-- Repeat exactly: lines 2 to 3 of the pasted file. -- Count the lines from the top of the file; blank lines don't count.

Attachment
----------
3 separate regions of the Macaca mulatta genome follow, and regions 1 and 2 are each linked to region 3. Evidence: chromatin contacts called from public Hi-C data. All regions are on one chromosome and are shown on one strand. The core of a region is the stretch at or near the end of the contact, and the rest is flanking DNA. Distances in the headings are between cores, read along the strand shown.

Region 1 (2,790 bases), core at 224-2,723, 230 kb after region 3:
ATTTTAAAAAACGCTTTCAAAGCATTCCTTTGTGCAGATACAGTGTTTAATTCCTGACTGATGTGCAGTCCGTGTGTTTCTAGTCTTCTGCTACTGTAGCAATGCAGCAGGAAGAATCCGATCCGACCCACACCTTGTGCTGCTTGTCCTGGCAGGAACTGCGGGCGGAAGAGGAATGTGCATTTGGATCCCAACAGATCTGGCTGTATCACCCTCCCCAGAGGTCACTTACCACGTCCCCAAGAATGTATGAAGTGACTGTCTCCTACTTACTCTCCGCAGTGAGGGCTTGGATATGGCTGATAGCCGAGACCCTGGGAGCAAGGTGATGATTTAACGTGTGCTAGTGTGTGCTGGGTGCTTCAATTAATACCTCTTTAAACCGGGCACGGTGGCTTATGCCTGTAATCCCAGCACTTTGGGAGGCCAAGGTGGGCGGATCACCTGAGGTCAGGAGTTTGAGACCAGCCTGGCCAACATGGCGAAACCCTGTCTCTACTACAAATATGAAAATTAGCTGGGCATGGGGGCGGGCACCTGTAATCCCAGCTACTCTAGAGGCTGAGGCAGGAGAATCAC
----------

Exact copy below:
Region 1 (2,790 bases), core at 224-2,723, 230 kb after region 3:
ATTTTAAAAAACGCTTTCAAAGCATTCCTTTGTGCAGATACAGTGTTTAATTCCTGACTGATGTGCAGTCCGTGTGTTTCTAGTCTTCTGCTACTGTAGCAATGCAGCAGGAAGAATCCGATCCGACCCACACCTTGTGCTGCTTGTCCTGGCAGGAACTGCGGGCGGAAGAGGAATGTGCATTTGGATCCCAACAGATCTGGCTGTATCACCCTCCCCAGAGGTCACTTACCACGTCCCCAAGAATGTATGAAGTGACTGTCTCCTACTTACTCTCCGCAGTGAGGGCTTGGATATGGCTGATAGCCGAGACCCTGGGAGCAAGGTGATGATTTAACGTGTGCTAGTGTGTGCTGGGTGCTTCAATTAATACCTCTTTAAACCGGGCACGGTGGCTTATGCCTGTAATCCCAGCACTTTGGGAGGCCAAGGTGGGCGGATCACCTGAGGTCAGGAGTTTGAGACCAGCCTGGCCAACATGGCGAAACCCTGTCTCTACTACAAATATGAAAATTAGCTGGGCATGGGGGCGGGCACCTGTAATCCCAGCTACTCTAGAGGCTGAGGCAGGAGAATCAC